Impact of Microbiological Organism Type on Surgically Managed Endocarditis.

Document Type


Publication Date


Publication Title

The Annals of thoracic surgery


BACKGROUND: This study is the first to describe the impact of organism and valve type on surgically managed infective endocarditis (IE) from the Society of Thoracic Surgeons (STS) database. Previous risk models for surgically managed endocarditis have not included microbiological organism.

METHODS: The STS database was queried for adult patients with surgically managed endocarditis from 7/1/11-6/30/16. Outcomes were compared based on (1) causative microbiological organism, (2) valve type (native vs. prosthetic), and (3) right- (tricuspid) versus left- (mitral, aortic) sided endocarditis. Univariate and risk adjusted models were developed with odds ratios for mortality for each organism type referenced against streptococcus.

RESULTS: The study population included 21388 (93%) operations for left-sided and 1698 (7%) for right-sided IE. Streptococcus (28%) and staphylococcus (27%) were the most common infecting organisms, followed by enterococcus (11%). After multivariate adjustment, microbiological organism type was significantly associated with operative mortality for patients with left-sided endocarditis: adjusted odds ratio 2.9 for fungal, 1.4 for staph, and 1.3 for culture negative versus streptococcus. For right-sided endocarditis, there were no differences in outcomes by organism type. Left-sided prosthetic valve endocarditis had a higher operative mortality than left-sided native valve endocarditis (12% vs. 8%; p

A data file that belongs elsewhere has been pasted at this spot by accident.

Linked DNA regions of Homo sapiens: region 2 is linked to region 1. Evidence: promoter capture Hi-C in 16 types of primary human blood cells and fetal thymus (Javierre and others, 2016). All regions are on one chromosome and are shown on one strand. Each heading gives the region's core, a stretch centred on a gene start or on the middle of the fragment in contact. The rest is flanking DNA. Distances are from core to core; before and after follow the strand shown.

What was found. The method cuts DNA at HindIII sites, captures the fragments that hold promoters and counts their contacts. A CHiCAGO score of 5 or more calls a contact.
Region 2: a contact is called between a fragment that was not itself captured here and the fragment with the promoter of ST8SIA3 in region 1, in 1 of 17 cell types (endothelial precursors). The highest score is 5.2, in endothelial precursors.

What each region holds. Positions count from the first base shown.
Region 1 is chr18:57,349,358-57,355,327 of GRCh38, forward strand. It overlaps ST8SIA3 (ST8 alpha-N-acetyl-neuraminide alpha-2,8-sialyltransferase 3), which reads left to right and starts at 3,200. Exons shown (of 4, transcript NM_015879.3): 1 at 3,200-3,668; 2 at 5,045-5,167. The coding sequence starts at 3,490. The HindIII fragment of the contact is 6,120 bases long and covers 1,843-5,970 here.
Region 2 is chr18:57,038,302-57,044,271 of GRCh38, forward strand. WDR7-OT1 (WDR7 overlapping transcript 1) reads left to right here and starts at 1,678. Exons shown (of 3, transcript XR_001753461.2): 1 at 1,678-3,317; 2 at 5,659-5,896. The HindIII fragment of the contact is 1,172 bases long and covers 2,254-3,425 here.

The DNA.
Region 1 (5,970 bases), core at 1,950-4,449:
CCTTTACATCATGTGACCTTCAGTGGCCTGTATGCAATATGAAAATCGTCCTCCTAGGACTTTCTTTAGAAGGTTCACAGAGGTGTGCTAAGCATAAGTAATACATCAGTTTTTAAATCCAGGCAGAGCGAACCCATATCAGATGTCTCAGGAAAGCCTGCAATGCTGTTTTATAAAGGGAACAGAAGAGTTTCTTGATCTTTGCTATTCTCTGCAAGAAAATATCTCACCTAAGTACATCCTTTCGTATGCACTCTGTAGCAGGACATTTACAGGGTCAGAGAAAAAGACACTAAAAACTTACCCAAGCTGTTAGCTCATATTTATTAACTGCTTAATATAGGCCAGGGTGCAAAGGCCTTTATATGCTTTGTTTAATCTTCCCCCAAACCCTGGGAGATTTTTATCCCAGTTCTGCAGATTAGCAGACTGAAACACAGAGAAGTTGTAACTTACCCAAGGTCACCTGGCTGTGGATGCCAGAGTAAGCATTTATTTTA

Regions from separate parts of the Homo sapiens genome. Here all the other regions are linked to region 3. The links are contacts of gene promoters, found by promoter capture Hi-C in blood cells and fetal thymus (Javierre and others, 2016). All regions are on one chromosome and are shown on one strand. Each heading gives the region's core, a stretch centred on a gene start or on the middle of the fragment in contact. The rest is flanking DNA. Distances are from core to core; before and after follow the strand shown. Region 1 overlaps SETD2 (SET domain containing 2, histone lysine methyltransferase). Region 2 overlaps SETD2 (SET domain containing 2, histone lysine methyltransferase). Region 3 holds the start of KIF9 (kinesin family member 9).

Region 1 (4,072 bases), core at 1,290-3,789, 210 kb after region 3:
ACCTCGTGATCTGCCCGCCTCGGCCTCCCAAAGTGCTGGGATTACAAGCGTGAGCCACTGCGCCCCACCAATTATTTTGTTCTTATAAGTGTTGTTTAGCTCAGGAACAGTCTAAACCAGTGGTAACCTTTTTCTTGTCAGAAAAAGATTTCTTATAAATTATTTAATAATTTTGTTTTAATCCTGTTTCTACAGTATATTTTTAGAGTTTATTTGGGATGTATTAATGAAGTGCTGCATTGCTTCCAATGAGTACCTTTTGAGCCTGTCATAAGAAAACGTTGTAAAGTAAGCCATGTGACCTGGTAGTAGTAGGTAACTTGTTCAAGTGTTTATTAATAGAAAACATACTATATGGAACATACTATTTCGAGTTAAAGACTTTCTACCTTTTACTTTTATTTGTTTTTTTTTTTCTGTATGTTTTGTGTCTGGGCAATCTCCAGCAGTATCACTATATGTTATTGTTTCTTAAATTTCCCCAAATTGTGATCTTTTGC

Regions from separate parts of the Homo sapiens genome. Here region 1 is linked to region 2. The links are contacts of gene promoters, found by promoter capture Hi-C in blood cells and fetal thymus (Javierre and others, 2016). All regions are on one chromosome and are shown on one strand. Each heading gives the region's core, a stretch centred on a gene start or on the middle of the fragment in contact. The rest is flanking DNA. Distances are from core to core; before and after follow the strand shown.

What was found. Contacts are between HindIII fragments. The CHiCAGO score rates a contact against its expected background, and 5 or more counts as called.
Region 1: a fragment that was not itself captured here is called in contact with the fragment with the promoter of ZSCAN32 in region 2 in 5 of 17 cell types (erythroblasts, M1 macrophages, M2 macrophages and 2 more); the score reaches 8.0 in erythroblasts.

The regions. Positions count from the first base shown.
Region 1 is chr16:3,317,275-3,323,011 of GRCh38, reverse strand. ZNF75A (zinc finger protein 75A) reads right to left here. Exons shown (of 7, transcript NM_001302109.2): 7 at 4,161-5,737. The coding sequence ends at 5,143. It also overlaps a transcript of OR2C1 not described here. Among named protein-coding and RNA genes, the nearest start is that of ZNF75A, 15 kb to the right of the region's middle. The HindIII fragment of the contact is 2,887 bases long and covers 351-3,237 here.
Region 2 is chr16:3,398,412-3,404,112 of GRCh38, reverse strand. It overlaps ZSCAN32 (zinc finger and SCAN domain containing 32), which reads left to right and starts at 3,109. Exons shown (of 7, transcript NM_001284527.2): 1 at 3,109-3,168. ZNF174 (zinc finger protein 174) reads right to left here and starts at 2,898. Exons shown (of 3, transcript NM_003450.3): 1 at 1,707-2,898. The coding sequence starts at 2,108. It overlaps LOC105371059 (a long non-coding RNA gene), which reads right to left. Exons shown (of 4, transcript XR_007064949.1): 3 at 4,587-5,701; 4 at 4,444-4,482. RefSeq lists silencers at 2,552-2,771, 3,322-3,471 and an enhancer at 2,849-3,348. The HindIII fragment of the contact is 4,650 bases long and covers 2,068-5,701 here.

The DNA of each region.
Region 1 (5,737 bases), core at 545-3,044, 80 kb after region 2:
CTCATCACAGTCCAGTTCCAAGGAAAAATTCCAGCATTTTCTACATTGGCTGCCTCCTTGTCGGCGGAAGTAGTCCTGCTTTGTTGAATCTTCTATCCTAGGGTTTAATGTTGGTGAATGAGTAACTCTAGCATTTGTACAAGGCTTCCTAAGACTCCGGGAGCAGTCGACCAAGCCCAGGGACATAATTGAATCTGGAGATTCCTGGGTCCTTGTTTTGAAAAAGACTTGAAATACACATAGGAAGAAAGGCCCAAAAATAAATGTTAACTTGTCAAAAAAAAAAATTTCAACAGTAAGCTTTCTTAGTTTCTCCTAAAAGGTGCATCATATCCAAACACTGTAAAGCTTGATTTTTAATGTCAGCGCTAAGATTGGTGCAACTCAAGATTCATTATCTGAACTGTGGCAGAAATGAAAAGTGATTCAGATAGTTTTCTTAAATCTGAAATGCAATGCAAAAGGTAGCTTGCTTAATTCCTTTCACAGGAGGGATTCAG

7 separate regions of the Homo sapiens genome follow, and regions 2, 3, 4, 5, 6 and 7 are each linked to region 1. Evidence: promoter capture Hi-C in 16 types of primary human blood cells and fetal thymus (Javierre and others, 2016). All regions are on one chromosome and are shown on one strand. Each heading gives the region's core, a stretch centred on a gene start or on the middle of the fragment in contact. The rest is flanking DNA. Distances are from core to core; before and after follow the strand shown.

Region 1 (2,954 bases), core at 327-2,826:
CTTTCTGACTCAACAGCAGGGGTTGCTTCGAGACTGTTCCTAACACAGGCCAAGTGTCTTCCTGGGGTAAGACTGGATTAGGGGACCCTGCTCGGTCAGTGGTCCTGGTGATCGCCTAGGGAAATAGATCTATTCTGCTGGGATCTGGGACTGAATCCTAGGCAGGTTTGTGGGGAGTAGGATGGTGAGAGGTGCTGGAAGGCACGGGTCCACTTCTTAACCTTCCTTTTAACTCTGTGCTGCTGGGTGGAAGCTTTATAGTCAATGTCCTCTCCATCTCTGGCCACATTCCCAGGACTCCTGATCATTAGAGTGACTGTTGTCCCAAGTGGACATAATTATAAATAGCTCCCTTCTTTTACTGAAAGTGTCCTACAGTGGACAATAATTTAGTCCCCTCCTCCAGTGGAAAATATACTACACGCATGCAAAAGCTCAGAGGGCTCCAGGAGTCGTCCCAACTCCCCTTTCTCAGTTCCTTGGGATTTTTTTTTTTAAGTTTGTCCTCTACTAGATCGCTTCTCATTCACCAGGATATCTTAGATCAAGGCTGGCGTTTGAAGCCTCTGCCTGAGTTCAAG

CONCLUSIONS: Organism type influences the operative mortality for left-sided endocarditis. Surgery for left-sided and prosthetic valve endocarditis is associated with higher operative mortality. Risk adjustment for operative outcomes in endocarditis may need to account for microbiological organism type.

Clinical Institute

Cardiovascular (Heart)